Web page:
hectocotylus Some male cephalopods have a long coiled arm which carries a spermatophore and breaks off inside the female during copulation. When first discovered, it was thought that this arm was a type of parasitic worm, and it was described as such (Delle Chiaje, 1825), complete with drawings of the imagined internal anatomy. The author later admitted his mistake. This name continues to be used today for the modified reproductive arm of male cephalopods.
Heikea japonica von Siebold, 1824 (crab) The carapace of these crabs looks like the scowling face of a samurai warrior, and it is locally believed that the crabs are reincarnations of the spirits of the Heike warriors who, defeated in battle, threw themselves into the sea, as told in The Tale of the Heike. Some scientific folklore gives these crabs as an example of natural selection, as Japanese fishermen supposedly released the crabs with the most human-looking faces, allowing them to pass their genes to the next generation. This story, however, is almost certainly urban legend. The crabs are too small to interest fishermen, and other crabs far from fisheries also have human-looking faces. The pattern on the crab is instead an example of pareidolia, the tendency for the human brain to see faces in many abstract patterns.
Hildoceras Hyatt, 1876 (Jurassic ammonoid) According to legend, Saint Hilda was told to found an Abbey on the plains of Whitby, England, but she found the place infested with snakes. After her prayers, the snakes coiled up and turned to stones, becoming the ammonoid fossils, sometimes called snakestones, that are common to the area. Victorian fossil dealers would often carve a snake's heads on the fossils.
Jumala Friele, 1882 (whelk) Friele proposed this name thinking it was the name of an old Lapp deity. He discovered about ten years later that it was instead the Lapp name for the Christian God and proposed that Ukko (the Finnish god of winds) be substituted. Jumala, however, had priority. Joshua Baily and Myra Keen, in 1955, appealed to the ICZN to suppress Jumala, as the name is "calculated to give offense on religious grounds." The Commission suppressed it by 13 to 11 vote. [Ng, 1994, Raffles Bull. Zool. 42: 511.]
Kryoryctes cadburyi 2005 (Cretaceous mammal) Tim Rich, leading a dinosaur dig at Dinosaur Cove, Australia, offered a reward of a kilo of chocolate for a particularly good fossil. (The other food on the expedition was terrible.) But evidence of mammals among dinosaurs in Australia is even rarer. Asked what finding a mammal fossil would merit, Tim answered a cubic meter of chocolate. One of the undescribed bones from that dig, when eventually examined closely, turned out to be from a mammal. Tim was dismayed by the price of a ton of chocolate, but the local Cadbury factory offered to make good on the bet. Since the individual who discovered the bone was by then unknown, the whole team was invited. Making chocolate in a cubic meter piece is impossible, but Cadbury made a cubic meter of cocoa butter and then let the people loose in a room full of chocolate bars. (Kryoryctes means "cold digger", referring to the polar latitude where the creature died 104 million years ago, and the fact that the animal was adapted for digging.)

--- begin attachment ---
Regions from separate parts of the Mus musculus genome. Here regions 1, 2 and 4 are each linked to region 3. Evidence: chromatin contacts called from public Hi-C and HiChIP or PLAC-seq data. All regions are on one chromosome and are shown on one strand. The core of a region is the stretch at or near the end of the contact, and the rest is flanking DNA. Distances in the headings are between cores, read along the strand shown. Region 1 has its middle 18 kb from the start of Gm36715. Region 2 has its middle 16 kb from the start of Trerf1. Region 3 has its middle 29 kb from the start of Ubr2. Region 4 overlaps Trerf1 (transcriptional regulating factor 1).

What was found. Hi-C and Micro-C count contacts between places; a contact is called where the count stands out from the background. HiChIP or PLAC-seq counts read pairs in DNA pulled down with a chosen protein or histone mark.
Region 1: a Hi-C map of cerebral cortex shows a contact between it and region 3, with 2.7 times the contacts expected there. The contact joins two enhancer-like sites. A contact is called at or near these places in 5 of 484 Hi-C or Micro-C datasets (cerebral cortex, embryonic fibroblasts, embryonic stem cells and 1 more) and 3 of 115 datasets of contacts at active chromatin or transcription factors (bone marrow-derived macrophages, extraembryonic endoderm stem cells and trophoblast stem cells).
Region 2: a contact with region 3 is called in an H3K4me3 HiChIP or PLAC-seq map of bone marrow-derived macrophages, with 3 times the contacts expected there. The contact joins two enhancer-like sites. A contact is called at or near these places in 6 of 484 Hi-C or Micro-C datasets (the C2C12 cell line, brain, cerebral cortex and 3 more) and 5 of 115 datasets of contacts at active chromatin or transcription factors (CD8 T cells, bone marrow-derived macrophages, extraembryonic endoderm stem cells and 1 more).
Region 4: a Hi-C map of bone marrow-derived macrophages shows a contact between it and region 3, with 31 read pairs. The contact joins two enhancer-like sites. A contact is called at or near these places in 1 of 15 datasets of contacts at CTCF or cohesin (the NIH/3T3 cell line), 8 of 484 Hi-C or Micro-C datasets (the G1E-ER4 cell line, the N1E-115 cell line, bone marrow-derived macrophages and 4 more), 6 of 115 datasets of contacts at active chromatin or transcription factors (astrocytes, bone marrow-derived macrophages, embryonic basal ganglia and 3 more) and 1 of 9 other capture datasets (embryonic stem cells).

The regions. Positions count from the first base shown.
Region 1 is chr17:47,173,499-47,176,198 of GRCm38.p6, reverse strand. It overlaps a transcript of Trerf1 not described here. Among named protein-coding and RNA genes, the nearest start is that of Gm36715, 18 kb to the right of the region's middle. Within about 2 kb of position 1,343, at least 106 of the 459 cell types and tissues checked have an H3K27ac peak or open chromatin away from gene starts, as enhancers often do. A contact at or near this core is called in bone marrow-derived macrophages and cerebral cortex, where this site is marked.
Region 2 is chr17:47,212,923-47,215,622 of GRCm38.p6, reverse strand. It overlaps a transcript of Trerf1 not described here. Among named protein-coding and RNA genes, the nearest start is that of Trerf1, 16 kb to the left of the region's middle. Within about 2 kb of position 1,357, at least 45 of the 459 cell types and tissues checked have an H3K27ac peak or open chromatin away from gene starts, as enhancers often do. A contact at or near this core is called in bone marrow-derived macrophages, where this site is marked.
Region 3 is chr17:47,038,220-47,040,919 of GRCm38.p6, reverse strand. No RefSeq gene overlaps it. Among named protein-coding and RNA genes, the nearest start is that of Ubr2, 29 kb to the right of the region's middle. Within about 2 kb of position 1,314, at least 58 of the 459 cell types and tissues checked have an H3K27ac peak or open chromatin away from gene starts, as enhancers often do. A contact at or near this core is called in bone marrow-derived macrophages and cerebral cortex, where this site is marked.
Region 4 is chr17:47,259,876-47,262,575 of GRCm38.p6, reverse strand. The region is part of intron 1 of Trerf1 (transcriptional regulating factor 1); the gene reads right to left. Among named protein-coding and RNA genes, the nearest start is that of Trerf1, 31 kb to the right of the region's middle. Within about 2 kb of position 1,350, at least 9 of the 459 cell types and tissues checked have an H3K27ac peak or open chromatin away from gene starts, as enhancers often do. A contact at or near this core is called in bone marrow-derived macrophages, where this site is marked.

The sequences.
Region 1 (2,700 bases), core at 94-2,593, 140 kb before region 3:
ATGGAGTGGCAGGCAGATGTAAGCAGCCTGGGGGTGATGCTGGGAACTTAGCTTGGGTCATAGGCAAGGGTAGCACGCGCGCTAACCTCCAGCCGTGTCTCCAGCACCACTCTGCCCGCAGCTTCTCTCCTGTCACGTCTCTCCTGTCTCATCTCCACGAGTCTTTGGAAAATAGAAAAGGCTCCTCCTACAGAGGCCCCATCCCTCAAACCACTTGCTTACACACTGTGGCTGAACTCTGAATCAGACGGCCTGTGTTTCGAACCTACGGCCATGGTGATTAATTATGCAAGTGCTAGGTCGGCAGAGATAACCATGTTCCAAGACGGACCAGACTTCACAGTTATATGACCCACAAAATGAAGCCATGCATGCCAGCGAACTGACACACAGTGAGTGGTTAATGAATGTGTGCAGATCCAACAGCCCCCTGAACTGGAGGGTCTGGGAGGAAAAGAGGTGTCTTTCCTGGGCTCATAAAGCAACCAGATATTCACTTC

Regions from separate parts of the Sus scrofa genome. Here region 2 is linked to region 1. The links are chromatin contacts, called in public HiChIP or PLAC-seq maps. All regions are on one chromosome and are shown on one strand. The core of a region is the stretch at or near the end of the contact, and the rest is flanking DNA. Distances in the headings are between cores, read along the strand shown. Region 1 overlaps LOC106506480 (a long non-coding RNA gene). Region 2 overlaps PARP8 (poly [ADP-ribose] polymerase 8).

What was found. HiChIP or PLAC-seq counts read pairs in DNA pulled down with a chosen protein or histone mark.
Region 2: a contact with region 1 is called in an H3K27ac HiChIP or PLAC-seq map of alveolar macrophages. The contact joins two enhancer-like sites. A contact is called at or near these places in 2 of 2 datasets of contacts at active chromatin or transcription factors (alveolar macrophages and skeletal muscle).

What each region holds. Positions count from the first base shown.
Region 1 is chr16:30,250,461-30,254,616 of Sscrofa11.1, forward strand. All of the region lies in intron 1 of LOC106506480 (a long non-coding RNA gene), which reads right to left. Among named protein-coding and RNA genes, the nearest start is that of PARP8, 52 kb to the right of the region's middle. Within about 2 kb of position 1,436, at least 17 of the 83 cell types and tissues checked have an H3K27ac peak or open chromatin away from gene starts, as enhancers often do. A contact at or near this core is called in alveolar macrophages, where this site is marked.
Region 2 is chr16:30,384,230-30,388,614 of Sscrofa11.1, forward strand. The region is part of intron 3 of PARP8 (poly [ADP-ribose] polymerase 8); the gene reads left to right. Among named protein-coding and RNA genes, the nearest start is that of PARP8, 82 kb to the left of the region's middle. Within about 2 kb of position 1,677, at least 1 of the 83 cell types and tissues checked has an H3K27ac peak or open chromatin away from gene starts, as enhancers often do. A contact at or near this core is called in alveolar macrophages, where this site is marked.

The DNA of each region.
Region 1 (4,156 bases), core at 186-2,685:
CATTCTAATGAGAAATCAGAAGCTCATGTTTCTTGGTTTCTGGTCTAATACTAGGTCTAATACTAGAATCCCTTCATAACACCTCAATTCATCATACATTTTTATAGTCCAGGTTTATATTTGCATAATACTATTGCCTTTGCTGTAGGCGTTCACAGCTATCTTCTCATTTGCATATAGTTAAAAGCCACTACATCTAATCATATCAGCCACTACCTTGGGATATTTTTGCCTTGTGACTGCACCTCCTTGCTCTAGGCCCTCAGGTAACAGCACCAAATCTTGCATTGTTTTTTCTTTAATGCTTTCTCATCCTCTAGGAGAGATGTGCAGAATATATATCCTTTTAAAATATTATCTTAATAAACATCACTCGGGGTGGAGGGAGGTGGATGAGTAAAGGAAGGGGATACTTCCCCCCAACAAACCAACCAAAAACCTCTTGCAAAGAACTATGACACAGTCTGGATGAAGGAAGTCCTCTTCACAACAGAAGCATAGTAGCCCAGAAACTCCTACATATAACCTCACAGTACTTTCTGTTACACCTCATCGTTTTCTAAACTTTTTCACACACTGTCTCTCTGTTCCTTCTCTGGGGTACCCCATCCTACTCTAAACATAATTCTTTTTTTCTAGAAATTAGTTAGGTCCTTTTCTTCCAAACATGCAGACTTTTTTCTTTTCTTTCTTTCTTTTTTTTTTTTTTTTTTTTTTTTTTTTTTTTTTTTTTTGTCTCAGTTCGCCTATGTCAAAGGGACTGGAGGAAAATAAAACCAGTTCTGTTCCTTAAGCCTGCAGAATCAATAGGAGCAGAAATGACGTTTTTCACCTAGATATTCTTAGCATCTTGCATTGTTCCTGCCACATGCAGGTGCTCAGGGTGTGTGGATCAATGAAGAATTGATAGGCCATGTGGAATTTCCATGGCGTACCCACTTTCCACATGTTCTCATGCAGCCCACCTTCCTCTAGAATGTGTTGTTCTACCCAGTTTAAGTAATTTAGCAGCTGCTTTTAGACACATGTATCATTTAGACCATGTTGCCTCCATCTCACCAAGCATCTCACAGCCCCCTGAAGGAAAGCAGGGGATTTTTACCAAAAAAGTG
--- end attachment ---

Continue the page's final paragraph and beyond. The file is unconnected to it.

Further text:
Laniarius liberatus (Bulo Burti boubou) This is the first bird whose type specimen is a DNA sample. The bird was released to the wild after capture, hence the name. It turns out to be a very rare color morph of L. erlangeri.
Leptocephalus "Leptocephalus" is a term originally applied to a group of small, flattened, semitransparent fishes, often with small heads. They were classified as a distinct group, usually in the genus Leptocephalus, until the mid-19th century. Then the idea took hold that leptocephali were larvae of something else. In 1864, Theodore Gill suggested that they were larval eels, and specifically that Leptocephalus morrisii was the young of Conger conger, the conger eel. Other leptocephali raised in an aquarium metamorphosed into eels; Leptocehalus brevirostris became Anguilla anguilla, the freshwater eel.
Limodorum Boehm. (orchid) Thought to derive from a transcription error. Originally named Haimodorum (from haemos, blood) for its red color, somebody forgot the bar in the Greek letter Α, leaving Λ, lambda.
Lycosa tarentula (European wolf spider) Tarantism was a form of hysteria that appeared in Italy in the 15th-17th centuries and took the form of frenzied dancing. In folk belief, the bite of a spider could only be cured by such dancing. The name derives from the Italian province Taranto, as does the tarantella, a folk dance, and the tarantula, the common name given to the European wolf spider and later to the distantly related large, hairy spiders of the family Theraphosidae.